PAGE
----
Beliefnet
JAKARTA, Indonesia, May 18 (UPI) -- Sectarian clashes between Muslims and Christians in Indonesia's Moluccas islands entered a third-day Thursday, leaving at least 27 people dead and dozens wounded, officials said.

Residents of Ambon said Muslim mobs attacked and torched Petra Church and dozens of vacant houses in the Ahuru Karang suburb of Sirimau sub-district, while gun battles continued. The official Antara news agency quoted residents of Ahuru suburb as saying that several hundreds of people, believed to be members of the Muslim hard-line group Laskar Jihad, or Holy War Troopers, torched the houses.

"The situation here in Ambon is like a dead city. Tension remained high here as sporadic gunshots, huge explosions continue to rocks the town until this morning," one resident said by telephone.

Fighting between Christians and Muslims erupted Tuesday afternoon in the Ambon, leaving at least 19 people dead and more than 60 others wounded, officials said. It was the latest violence in the city since late last month when six people were killed and more than a dozen others injured in the same area.

At least eight people were killed and 16 others injured in Jailolo sub-district of the northern Moluccas, following Muslim and Christian clashes Wednesday evening.

The fatalities brought the death toll to 27 people from a three days of fighting. Antara quoted witnesses as saying that security personnel backed violent actions by a group of black-and-white clad people by opening fire on residents, while mobs set blazes in houses. Witnesses said the renewed clash broke out Tuesday afternoon after a youth, indentified as Nyong Fenandus, was killed by a truck in hit-and-run accident.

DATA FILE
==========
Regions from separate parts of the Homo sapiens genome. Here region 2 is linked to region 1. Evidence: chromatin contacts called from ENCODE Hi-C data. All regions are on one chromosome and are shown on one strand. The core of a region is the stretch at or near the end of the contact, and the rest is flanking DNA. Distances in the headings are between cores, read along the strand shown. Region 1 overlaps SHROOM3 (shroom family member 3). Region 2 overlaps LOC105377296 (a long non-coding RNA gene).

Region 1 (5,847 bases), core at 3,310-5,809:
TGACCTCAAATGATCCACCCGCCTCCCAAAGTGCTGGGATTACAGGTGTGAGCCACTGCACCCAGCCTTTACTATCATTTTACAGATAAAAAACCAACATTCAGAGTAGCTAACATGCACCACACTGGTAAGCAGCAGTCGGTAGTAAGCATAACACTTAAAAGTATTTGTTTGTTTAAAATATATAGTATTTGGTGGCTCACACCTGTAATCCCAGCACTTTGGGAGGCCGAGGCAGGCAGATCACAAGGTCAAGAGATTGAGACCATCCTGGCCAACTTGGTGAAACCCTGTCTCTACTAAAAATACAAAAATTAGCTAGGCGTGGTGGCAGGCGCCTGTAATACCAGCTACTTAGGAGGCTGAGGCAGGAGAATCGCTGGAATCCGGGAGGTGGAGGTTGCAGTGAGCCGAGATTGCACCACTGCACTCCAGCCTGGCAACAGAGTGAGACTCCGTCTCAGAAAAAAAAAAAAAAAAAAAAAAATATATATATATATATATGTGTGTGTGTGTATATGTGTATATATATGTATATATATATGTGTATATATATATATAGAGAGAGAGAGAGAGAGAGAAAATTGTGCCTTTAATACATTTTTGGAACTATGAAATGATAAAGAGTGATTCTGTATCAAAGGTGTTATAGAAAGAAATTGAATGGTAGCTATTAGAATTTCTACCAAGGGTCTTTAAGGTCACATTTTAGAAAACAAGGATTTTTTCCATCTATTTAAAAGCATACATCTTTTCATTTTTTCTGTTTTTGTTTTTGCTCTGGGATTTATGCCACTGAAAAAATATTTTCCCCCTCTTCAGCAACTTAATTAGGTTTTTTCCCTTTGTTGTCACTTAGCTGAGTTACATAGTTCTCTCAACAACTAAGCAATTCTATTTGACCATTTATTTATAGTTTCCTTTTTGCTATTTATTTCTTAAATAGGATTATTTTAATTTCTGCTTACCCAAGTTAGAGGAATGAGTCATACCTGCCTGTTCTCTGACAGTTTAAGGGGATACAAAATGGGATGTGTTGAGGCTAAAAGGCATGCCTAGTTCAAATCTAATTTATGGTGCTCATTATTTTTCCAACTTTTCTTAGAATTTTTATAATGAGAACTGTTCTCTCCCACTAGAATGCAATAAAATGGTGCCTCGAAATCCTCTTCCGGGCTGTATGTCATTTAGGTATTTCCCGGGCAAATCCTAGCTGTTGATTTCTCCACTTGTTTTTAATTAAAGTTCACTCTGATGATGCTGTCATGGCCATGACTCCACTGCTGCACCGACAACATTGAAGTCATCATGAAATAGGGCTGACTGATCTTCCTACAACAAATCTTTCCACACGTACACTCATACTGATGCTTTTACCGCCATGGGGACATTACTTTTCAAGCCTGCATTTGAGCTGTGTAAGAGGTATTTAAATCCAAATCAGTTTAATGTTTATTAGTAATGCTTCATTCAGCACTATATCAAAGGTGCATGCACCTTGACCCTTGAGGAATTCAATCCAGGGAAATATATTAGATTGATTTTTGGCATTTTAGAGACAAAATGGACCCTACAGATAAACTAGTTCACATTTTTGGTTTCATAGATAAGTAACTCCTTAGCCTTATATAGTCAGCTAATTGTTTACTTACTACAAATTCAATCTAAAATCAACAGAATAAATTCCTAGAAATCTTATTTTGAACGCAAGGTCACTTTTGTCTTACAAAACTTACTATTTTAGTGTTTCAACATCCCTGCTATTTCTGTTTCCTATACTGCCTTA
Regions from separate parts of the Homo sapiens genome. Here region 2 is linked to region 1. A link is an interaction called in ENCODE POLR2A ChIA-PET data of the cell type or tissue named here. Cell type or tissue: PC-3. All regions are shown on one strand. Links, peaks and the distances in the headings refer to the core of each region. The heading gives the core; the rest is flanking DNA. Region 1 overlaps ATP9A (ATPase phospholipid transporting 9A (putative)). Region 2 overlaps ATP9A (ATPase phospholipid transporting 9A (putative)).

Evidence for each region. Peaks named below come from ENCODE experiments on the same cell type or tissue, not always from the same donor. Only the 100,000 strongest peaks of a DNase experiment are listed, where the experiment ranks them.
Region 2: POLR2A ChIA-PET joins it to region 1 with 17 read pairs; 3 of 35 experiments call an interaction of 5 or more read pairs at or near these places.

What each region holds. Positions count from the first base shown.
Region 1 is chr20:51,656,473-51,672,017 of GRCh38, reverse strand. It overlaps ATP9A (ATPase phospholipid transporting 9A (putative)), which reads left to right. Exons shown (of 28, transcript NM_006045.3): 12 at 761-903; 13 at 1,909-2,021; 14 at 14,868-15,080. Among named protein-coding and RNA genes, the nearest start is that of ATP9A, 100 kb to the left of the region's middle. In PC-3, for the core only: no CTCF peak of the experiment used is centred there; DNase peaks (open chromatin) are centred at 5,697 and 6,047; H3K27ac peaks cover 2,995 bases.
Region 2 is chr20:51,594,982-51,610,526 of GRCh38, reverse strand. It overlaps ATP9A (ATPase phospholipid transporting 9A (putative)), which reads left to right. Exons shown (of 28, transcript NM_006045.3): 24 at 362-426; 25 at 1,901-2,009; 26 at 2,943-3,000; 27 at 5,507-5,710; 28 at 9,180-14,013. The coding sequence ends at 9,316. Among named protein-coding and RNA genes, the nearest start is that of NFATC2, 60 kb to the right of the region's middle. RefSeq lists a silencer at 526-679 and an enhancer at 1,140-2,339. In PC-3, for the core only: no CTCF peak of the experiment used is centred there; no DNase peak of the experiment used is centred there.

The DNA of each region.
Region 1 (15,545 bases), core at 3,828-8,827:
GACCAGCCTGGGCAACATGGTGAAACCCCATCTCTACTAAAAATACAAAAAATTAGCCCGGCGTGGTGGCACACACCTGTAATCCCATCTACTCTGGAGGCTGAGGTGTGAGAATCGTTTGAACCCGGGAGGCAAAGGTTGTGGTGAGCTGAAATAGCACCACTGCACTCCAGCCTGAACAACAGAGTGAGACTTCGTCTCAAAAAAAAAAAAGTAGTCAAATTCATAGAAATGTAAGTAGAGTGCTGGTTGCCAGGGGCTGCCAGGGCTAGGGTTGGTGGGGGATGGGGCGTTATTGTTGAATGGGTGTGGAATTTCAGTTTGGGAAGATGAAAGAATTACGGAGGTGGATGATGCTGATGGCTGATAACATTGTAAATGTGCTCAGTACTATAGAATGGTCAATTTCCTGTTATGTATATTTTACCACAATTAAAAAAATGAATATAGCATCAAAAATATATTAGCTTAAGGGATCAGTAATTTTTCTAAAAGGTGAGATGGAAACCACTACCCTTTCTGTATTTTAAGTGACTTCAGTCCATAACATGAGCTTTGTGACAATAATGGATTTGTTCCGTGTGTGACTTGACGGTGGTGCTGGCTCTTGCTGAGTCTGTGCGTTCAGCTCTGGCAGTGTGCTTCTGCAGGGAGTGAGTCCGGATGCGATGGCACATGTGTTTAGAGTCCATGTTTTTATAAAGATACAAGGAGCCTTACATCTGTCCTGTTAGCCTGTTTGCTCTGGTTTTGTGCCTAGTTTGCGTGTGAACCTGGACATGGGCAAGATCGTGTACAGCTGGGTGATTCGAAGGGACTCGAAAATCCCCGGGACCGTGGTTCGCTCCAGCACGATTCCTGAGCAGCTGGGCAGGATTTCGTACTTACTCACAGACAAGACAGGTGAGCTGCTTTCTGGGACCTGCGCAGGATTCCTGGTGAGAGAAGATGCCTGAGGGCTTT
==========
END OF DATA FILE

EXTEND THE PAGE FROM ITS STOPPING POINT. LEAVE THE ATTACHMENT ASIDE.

Soon afterwards, rumors spread that a car, along with two passengers was torched at a suburb, and immediately, rival Muslims and Christians masses clashed on the streets between Batumerah and Mardika suburbs of Ambon, the capital of Moluccas province.

The violence follows the arrival of a fresh batch of some 600 Laskar Jihad on Sunday in Ambon, bringing the number of jihad warriors in the Moluccas islands to about 2,000.

More than 2,500 people have died in the sectarian clashes since early 1999.

About 88 percent of Indonesia's 210 million people are Muslims, but Christians used to be a majority in Moluccas, which also known during the Dutch colonial rule as the Spice Islands.

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